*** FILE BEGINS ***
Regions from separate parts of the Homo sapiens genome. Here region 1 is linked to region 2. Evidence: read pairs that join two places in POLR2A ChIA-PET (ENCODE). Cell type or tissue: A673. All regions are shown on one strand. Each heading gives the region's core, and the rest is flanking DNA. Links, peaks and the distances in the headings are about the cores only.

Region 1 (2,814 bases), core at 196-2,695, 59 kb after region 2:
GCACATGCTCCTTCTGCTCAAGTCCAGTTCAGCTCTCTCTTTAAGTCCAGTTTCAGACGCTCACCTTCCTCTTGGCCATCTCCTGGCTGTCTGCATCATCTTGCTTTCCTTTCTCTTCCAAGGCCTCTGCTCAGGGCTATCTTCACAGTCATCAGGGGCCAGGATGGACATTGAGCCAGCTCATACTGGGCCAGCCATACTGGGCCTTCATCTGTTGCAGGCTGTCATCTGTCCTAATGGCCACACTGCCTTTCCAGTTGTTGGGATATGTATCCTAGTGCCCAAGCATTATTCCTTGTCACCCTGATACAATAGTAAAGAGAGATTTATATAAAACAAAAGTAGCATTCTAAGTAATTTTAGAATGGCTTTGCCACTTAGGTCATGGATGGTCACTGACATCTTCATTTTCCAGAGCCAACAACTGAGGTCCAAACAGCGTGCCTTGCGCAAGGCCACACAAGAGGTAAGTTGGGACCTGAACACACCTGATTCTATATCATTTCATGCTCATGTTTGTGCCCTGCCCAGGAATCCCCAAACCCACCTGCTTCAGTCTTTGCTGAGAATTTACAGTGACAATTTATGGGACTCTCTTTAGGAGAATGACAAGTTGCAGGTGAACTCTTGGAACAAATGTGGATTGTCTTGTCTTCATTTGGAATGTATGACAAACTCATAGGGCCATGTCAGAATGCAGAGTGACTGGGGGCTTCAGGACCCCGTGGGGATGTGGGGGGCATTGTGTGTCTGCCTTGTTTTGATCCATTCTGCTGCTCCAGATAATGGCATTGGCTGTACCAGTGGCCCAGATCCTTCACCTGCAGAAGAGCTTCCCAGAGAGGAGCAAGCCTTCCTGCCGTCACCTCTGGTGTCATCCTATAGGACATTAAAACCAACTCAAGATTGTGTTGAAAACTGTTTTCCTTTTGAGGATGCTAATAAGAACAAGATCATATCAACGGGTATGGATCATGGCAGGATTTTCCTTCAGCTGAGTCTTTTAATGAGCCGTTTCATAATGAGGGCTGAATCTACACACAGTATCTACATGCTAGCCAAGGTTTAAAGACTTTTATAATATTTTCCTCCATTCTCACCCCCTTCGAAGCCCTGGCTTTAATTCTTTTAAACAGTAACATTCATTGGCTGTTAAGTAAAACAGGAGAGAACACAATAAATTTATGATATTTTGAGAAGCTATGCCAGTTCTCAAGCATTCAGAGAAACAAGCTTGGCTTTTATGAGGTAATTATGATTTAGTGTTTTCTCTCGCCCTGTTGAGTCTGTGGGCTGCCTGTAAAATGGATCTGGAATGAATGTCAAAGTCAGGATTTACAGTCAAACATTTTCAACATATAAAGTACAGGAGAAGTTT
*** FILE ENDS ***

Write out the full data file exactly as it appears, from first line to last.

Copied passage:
Regions from separate parts of the Homo sapiens genome. Here region 1 is linked to region 2. Evidence: read pairs that join two places in POLR2A ChIA-PET (ENCODE). Cell type or tissue: A673. All regions are shown on one strand. Each heading gives the region's core, and the rest is flanking DNA. Links, peaks and the distances in the headings are about the cores only.

Region 1 (2,814 bases), core at 196-2,695, 59 kb after region 2:
GCACATGCTCCTTCTGCTCAAGTCCAGTTCAGCTCTCTCTTTAAGTCCAGTTTCAGACGCTCACCTTCCTCTTGGCCATCTCCTGGCTGTCTGCATCATCTTGCTTTCCTTTCTCTTCCAAGGCCTCTGCTCAGGGCTATCTTCACAGTCATCAGGGGCCAGGATGGACATTGAGCCAGCTCATACTGGGCCAGCCATACTGGGCCTTCATCTGTTGCAGGCTGTCATCTGTCCTAATGGCCACACTGCCTTTCCAGTTGTTGGGATATGTATCCTAGTGCCCAAGCATTATTCCTTGTCACCCTGATACAATAGTAAAGAGAGATTTATATAAAACAAAAGTAGCATTCTAAGTAATTTTAGAATGGCTTTGCCACTTAGGTCATGGATGGTCACTGACATCTTCATTTTCCAGAGCCAACAACTGAGGTCCAAACAGCGTGCCTTGCGCAAGGCCACACAAGAGGTAAGTTGGGACCTGAACACACCTGATTCTATATCATTTCATGCTCATGTTTGTGCCCTGCCCAGGAATCCCCAAACCCACCTGCTTCAGTCTTTGCTGAGAATTTACAGTGACAATTTATGGGACTCTCTTTAGGAGAATGACAAGTTGCAGGTGAACTCTTGGAACAAATGTGGATTGTCTTGTCTTCATTTGGAATGTATGACAAACTCATAGGGCCATGTCAGAATGCAGAGTGACTGGGGGCTTCAGGACCCCGTGGGGATGTGGGGGGCATTGTGTGTCTGCCTTGTTTTGATCCATTCTGCTGCTCCAGATAATGGCATTGGCTGTACCAGTGGCCCAGATCCTTCACCTGCAGAAGAGCTTCCCAGAGAGGAGCAAGCCTTCCTGCCGTCACCTCTGGTGTCATCCTATAGGACATTAAAACCAACTCAAGATTGTGTTGAAAACTGTTTTCCTTTTGAGGATGCTAATAAGAACAAGATCATATCAACGGGTATGGATCATGGCAGGATTTTCCTTCAGCTGAGTCTTTTAATGAGCCGTTTCATAATGAGGGCTGAATCTACACACAGTATCTACATGCTAGCCAAGGTTTAAAGACTTTTATAATATTTTCCTCCATTCTCACCCCCTTCGAAGCCCTGGCTTTAATTCTTTTAAACAGTAACATTCATTGGCTGTTAAGTAAAACAGGAGAGAACACAATAAATTTATGATATTTTGAGAAGCTATGCCAGTTCTCAAGCATTCAGAGAAACAAGCTTGGCTTTTATGAGGTAATTATGATTTAGTGTTTTCTCTCGCCCTGTTGAGTCTGTGGGCTGCCTGTAAAATGGATCTGGAATGAATGTCAAAGTCAGGATTTACAGTCAAACATTTTCAACATATAAAGTACAGGAGAAGTTT